KRVS

David Schaper

CEOs of major U.S. airlines are scheduled to meet with President Trump on Thursday morning.

The session comes after airlines had to deal with what one CEO called "turmoil" over the president's travel ban.

The focus of the meeting will more likely be on airport infrastructure, the air traffic control system and what the airlines say is unfair foreign competition. Airline pilots and flight attendants are on the same side as their bosses when it comes to foreign competition, and their message should sound familiar to President Trump.

Just how bad is the state of the nation's highway infrastructure? So bad, tires on FedEx trucks last only half as long as they did 20 years ago, as they deteriorate rapidly from crumbling pavement and get more flats from gaping potholes.

"We're using almost 100 percent more tires to produce the same mileage of transportation," FedEx Chairman and CEO Fred Smith told the U.S. House Transportation and Infrastructure Committee Wednesday. "Why is that? Because the road infrastructure has so many potholes in it, it's tearing up tires faster than before."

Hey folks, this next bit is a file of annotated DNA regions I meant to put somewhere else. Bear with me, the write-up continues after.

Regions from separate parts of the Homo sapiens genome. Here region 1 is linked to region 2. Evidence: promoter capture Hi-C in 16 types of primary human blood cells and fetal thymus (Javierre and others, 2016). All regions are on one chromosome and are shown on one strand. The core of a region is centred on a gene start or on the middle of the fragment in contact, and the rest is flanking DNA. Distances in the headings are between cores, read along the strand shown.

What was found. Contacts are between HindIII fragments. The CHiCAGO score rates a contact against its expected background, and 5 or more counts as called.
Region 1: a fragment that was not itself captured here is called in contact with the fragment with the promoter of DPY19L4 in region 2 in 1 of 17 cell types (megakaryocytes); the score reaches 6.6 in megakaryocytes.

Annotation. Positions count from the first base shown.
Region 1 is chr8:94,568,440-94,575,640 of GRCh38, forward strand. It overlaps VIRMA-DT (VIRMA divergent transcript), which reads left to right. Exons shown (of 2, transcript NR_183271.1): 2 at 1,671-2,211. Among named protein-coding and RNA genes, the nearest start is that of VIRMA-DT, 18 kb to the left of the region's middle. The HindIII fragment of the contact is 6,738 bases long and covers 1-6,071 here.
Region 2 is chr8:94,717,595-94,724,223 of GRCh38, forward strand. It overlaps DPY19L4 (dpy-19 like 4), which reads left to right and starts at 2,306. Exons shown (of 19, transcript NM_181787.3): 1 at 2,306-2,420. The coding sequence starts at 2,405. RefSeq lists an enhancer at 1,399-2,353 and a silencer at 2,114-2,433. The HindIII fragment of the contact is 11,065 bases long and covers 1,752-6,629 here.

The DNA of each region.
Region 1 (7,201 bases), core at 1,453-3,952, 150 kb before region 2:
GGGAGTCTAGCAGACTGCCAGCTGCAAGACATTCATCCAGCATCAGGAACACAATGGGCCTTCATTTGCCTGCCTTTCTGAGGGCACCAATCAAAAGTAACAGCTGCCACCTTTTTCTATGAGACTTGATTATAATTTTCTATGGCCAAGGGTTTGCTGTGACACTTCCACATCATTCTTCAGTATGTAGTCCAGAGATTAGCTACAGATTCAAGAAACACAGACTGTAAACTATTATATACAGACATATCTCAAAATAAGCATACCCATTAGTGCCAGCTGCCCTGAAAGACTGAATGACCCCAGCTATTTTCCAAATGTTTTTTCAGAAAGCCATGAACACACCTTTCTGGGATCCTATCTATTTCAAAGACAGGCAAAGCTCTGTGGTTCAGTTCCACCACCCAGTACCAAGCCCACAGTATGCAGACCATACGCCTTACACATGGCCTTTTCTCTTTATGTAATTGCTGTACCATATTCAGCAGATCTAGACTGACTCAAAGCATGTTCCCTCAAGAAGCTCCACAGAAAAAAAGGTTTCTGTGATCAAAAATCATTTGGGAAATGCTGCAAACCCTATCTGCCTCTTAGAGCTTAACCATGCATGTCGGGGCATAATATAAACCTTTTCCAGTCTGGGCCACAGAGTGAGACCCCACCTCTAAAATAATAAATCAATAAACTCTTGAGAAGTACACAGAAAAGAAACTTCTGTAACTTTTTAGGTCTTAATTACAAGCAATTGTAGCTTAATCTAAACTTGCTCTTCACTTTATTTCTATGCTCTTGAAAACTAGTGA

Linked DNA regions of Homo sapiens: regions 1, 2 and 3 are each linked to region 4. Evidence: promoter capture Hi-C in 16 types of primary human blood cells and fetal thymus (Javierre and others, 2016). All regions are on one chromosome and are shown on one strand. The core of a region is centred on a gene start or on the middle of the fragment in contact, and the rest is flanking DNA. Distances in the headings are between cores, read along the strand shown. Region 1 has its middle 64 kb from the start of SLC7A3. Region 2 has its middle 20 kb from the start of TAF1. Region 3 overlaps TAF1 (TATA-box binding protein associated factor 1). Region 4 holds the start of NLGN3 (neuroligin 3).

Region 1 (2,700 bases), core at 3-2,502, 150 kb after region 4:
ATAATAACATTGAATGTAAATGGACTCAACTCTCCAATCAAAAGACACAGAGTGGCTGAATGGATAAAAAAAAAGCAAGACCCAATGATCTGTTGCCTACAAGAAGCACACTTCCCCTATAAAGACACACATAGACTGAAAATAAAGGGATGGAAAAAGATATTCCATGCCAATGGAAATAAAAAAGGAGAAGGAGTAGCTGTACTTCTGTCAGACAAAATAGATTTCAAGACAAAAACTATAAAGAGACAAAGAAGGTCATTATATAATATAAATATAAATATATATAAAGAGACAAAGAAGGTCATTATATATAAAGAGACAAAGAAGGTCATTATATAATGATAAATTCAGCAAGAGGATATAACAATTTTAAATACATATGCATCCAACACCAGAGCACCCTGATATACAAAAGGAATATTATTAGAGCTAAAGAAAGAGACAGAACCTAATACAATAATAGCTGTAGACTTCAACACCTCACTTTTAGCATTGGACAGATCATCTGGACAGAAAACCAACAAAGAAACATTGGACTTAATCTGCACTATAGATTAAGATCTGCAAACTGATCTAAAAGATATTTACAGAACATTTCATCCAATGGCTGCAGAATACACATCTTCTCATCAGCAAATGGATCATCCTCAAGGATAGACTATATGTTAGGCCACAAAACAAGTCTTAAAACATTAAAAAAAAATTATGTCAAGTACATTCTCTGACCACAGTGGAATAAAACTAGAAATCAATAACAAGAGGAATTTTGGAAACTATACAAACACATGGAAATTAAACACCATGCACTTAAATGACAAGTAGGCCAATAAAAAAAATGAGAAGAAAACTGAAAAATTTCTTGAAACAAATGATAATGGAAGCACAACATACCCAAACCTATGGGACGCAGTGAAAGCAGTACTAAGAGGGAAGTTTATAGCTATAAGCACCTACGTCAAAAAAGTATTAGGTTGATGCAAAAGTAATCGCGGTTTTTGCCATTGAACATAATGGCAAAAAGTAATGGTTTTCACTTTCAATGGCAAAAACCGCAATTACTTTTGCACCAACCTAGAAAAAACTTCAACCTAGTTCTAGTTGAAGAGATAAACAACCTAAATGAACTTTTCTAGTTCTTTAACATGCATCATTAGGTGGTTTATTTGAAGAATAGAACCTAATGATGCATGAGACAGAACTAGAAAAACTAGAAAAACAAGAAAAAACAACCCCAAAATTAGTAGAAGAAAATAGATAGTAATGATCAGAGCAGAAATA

Many travelers were detained in airports after President Trump signed an executive order that temporarily prohibits people from seven Muslim-majority countries from entering the U.S. The order caused widespread chaos and confusion at airports as protesters crowded terminals and agencies struggled to interpret the new rules.

Caught in the middle were the airlines, which were not only dealing with passengers denied entry, but with their employees who might violate the travel ban, too.

Copyright 2017 NPR. To see more, visit http://www.npr.org/.

MICHEL MARTIN, HOST:

There's no question the tragic and intransigent problem of gun violence weighs heavily on Chicago residents, but for some there's resignation as well.

"This is nothing new in Chicago," says Keith Muhammed, while waiting at a bus stop on Chicago's west side.

He's right, but it has been getting worse: More than 760 people were murdered in Chicago in 2016, the highest total in nearly two decades, and this year is shaping up as more of the same.

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